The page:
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The latest flare-up over the cost of medicines is taking place in Switzerland, where a nonprofit group has formally asked the government to issue a compulsory license for a Roche breast cancer treatment, apparently the first time such a move has occurred in the wealthy country.

In a letter to the Swiss health minister, Public Eye claims that “excessive pricing” for the Perjeta medication — which is part of a combination treatment that includes another Roche drug — is “undermining” the ability of the government to ensure “the entire Swiss population continues to benefit from affordable access to lifesaving treatments in a sustainable manner.”

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  • Does any other company make a bio-similar version of this antibody (Pertuzumab)? If not, issuing a compulsory license may not achieve much. Who would be the alternative supplier enabled by the compulsory license? If there are other companies that make (or can quickly start to make) the drug, that’s another issue.

    • Hi Ken
      Good question. I believe the NGO would want another company to do so, but the data protection raised by the Federal Council spokesman suggests your point could be an issue.
      Thanks for writing in,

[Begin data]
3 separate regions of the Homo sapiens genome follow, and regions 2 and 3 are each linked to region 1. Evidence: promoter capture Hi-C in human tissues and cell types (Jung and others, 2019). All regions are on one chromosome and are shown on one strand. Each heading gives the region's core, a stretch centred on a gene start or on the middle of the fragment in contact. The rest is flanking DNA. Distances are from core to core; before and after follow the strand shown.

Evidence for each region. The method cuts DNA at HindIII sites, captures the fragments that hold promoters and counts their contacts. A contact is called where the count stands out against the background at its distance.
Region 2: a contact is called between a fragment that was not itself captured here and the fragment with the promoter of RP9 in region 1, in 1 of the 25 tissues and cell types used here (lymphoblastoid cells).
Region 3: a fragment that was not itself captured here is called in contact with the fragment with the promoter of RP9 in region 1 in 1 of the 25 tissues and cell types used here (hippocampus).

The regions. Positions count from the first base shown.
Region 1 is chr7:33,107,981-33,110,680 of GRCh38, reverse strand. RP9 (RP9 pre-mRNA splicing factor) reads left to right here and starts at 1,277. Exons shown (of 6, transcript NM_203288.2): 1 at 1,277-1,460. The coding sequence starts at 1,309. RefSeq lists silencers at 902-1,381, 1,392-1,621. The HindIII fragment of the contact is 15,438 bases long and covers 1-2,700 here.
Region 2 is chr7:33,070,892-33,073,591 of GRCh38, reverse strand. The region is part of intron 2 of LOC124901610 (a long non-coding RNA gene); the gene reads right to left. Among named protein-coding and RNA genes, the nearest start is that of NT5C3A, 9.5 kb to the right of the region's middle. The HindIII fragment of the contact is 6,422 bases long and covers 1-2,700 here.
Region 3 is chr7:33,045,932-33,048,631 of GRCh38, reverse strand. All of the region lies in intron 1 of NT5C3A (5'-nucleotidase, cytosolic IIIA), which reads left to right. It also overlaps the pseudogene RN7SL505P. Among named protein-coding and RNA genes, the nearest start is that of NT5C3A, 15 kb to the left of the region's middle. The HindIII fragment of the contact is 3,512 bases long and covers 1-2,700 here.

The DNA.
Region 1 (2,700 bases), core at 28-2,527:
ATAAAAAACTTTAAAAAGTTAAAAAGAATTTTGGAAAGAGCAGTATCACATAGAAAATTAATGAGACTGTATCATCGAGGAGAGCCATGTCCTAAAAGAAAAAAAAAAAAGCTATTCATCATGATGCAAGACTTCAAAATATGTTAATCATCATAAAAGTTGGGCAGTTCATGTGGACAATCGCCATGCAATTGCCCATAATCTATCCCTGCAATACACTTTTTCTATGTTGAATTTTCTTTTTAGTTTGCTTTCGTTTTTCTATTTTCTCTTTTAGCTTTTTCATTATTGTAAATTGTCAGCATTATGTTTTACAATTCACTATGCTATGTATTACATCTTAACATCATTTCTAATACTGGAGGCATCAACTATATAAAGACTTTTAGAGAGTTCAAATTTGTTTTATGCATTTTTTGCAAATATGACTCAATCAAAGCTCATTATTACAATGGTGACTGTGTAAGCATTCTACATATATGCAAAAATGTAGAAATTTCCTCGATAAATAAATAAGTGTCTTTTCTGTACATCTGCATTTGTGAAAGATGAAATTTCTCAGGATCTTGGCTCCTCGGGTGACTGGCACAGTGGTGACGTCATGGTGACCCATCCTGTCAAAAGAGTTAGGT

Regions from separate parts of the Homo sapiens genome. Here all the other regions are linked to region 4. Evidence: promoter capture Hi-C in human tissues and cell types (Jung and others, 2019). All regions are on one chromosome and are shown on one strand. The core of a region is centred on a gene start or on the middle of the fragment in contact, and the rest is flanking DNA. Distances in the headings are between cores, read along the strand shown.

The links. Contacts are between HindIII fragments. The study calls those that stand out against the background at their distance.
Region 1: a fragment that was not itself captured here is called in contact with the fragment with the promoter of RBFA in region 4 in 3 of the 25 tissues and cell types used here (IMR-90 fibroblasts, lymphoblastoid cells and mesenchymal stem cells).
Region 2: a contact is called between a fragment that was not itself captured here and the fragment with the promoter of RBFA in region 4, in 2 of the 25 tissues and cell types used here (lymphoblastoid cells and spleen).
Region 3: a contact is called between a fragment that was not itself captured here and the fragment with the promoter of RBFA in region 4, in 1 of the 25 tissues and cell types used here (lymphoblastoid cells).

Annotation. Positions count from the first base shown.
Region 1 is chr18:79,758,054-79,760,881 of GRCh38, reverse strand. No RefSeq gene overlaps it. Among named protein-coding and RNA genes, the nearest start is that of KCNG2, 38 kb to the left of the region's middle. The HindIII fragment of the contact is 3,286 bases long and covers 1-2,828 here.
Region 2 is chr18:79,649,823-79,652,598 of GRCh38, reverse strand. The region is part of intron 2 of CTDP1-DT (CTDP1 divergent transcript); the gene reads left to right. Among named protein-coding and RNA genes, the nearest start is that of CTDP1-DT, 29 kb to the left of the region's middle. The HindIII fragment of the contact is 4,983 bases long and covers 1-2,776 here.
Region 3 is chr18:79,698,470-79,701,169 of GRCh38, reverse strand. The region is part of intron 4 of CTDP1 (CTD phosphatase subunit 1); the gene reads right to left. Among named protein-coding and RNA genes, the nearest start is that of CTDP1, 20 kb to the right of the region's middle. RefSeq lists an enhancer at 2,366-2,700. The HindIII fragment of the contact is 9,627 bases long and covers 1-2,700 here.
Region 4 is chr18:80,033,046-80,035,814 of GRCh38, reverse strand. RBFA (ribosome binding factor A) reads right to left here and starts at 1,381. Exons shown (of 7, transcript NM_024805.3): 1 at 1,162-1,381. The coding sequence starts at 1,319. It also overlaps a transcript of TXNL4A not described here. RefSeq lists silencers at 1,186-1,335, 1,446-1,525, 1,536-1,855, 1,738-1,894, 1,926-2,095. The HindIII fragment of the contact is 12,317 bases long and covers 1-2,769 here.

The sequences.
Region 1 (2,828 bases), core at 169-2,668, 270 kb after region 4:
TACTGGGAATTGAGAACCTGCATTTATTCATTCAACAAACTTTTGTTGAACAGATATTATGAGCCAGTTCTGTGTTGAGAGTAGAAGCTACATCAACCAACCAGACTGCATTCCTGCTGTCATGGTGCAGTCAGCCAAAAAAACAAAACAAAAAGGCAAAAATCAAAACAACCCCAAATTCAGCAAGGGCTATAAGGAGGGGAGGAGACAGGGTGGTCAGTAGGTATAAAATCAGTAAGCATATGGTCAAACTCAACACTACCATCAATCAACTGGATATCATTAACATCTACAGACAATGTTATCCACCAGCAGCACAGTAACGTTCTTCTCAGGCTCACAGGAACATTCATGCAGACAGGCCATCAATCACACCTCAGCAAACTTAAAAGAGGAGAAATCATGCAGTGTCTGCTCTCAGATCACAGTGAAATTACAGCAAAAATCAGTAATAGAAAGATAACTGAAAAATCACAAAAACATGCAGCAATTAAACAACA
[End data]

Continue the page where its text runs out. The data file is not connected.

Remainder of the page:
• It will be ultimately the task of the Swiss government to select an appropriate biosimilar producer that complies with the quality standards should a government-use licence be issued – but Public Eye has done some exploratory research in this regard. There is no pertuzumab biosmilar in the market today but many companies already have biosimilars in their pipeline, in Switzerland and abroad. Some of these have already developped trastuzumab biosimilars (Herceptin), which builds on the same technology (monoclonal antibodies) – 4 such versions have been approved in the EU between 2017 and 2018 from diverse companies. Technically, they could embark on the development of a pertuzumab biosimilar quite quickly. Swiss-based Sandoz claims to be one of the leaders in the biosimilar sector, but there are other such developpers in Switzerland and abroad. I suspect that many of them will only really express interest once the licence is granted (or at least a request has been submitted) – they may be reluctant to do so before in order not to jeopardise potential existing business relationships with Roche. The easiest solution would be of course for the Swiss government to select a Swiss-based producer (would fall under the same licence) – if abroad the issue of existing enforced patents in the respective countries would have to be considered by the Federal Council.

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